Huh, what?? WOAH!!
It's great that in a Hollywood where strong female roles are few and far between you can see two great such roles in this film. Amy Adams, best known for happy, carefree characters plays amazingly against type here as Charlene, a bartender and Wahlberg's romantic interest. Charlene made mistakes early in her life and is trying to make up for them by supporting Micky in his rise to stardom. And Oscar-nominated Melissa Leo is amazing as Micky's churlish mother and manager Alice, who has a cruel tongue but holds family as most important. Both have already been nominated for Golden Globes thanks to their accurate, amazing characters and if either are left out at the Academy Awards it will be well and truly a snub, as the pair are the heart of this film.

Okay, look. It's called "shampoo." Use it once in a while!
The film has a few small issues, mainly pertaining to its boxing scenes. While comparisons to Rocky aren't unjustified, there are no fewer than five different boxing matches referenced in the film, and while a few are focused on, many of those bits are truncated to the point that the viewer would be unable to differentiate between them were it not for the interjecting story scenes. Also, the fights that Ward are best known for, those with Canadian boxer Arturo Gatti, don't take place until after the film's conclusion.  Still, the boxing scenes are well choreographed and researched, and with the exception of the silly close-up camera angles that muddy up some of the shots, are well done. Again, Wahlberg's decision not to use a stunt double makes the scenes more realistic when you can clearly see it's him hitting and getting hit. The film is helped by the fact that there is no true "bad guy" in the film. Sure, Dicky's addiction and Alice's crassness don't help matters, but the villains in this film are much more ingrained in the culture and biases within which the characters exist. Again, a great choice by the director to not artificially install a bad guy to make things more interesting.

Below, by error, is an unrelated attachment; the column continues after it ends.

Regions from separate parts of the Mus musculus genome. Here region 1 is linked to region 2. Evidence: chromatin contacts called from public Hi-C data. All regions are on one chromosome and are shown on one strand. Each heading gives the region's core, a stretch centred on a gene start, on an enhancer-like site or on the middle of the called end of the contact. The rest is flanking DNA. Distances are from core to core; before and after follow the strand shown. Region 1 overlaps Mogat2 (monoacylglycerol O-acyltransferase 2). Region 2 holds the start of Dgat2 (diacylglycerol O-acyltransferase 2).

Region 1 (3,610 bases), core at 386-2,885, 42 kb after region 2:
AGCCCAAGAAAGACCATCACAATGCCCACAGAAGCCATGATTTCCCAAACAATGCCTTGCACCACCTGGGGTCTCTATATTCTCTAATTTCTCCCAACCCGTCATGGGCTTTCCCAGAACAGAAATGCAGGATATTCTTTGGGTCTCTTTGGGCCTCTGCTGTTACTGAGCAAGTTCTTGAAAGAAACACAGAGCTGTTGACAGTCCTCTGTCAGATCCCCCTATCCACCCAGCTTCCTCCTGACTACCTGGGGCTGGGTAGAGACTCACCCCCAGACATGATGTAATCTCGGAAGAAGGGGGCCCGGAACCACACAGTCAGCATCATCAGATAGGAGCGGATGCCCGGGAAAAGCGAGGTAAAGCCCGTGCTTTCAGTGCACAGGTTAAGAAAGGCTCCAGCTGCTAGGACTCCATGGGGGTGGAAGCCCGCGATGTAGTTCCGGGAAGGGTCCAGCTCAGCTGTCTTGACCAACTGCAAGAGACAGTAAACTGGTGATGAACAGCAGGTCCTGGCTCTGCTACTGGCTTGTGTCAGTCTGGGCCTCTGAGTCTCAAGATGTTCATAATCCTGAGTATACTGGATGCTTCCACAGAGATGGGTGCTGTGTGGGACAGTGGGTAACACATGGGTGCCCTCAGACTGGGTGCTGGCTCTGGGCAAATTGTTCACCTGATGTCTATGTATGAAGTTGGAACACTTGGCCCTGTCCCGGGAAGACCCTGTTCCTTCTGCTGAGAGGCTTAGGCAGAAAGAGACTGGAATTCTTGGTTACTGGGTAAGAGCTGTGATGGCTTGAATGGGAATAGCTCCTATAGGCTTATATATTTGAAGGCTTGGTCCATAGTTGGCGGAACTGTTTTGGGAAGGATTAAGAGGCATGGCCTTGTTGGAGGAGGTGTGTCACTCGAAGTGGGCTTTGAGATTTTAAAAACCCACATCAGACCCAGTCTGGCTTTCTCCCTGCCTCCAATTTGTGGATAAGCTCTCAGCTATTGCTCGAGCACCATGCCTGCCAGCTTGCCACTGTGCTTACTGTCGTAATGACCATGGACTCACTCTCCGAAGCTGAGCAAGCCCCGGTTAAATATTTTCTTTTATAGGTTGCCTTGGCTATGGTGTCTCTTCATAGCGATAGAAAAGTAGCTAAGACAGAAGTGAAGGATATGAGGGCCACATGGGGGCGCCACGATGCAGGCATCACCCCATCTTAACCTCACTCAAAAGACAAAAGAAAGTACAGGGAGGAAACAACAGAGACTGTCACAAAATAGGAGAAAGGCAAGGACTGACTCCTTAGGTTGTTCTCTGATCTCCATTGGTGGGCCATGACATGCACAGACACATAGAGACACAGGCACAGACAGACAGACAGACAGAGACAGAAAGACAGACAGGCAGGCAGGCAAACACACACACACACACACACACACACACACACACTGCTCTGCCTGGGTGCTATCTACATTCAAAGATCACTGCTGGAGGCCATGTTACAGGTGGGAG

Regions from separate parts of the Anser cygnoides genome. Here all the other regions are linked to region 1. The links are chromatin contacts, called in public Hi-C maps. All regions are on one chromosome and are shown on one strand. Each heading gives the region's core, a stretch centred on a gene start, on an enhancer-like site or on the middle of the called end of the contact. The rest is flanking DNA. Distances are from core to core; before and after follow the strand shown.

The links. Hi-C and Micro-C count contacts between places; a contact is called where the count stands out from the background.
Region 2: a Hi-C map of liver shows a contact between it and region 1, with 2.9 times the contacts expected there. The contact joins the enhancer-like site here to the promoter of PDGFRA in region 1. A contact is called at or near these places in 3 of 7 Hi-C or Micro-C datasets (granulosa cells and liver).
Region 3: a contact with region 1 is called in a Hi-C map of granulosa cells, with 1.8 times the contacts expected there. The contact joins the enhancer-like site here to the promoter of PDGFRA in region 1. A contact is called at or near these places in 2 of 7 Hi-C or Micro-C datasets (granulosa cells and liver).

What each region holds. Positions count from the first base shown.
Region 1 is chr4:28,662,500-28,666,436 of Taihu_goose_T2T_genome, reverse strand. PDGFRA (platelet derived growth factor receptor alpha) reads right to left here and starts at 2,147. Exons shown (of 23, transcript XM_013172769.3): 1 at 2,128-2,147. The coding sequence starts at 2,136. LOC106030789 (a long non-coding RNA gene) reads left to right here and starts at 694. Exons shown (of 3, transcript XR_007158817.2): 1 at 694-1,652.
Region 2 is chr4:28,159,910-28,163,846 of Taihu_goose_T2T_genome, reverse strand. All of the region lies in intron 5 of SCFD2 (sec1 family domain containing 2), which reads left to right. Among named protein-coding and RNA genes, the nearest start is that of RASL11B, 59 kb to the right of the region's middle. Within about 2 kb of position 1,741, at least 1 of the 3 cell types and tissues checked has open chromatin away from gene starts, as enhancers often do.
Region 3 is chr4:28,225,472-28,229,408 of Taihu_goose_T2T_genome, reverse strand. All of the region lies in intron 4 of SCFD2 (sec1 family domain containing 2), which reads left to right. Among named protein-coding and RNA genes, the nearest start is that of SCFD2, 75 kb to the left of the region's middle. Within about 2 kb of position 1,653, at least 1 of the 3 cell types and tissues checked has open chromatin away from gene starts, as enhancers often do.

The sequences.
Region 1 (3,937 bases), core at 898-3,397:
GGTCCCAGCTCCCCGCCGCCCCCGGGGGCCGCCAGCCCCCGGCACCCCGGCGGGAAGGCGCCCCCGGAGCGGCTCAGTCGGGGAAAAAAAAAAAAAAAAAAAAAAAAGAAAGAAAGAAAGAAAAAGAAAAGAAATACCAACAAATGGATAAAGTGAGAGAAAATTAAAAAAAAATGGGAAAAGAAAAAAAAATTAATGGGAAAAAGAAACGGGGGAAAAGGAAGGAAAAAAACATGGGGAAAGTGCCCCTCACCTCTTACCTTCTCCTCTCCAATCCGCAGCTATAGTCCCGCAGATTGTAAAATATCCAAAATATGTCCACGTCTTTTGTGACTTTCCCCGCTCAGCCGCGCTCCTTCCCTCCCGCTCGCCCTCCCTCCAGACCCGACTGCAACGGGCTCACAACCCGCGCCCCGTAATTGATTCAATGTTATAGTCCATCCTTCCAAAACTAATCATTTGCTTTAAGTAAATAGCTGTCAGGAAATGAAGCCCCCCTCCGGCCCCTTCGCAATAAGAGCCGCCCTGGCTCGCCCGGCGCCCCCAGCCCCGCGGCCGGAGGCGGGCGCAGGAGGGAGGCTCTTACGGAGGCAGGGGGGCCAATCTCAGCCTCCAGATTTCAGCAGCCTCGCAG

Remember, when he hits you in the head, just fall down and curl up. We'll be home by dinner.
Though in the end it does get to be a little schmaltzy and not a little predictable, The Fighter doesn't disappoint as it was easily one of the best films I've seen this year. All the performers deserve credit for their accomplishment, as they were the ones that made it the amazing experience that it was. I was sure The Town was going to be the best locally based film of the year, but The Fighter made me change my mind, placing as the new #4 on my Top Ten. This was a love letter from Wahlberg not only to Micky and Dicky but also the city of Lowell, and if the film gets some awards this season, they will be wholly deserved.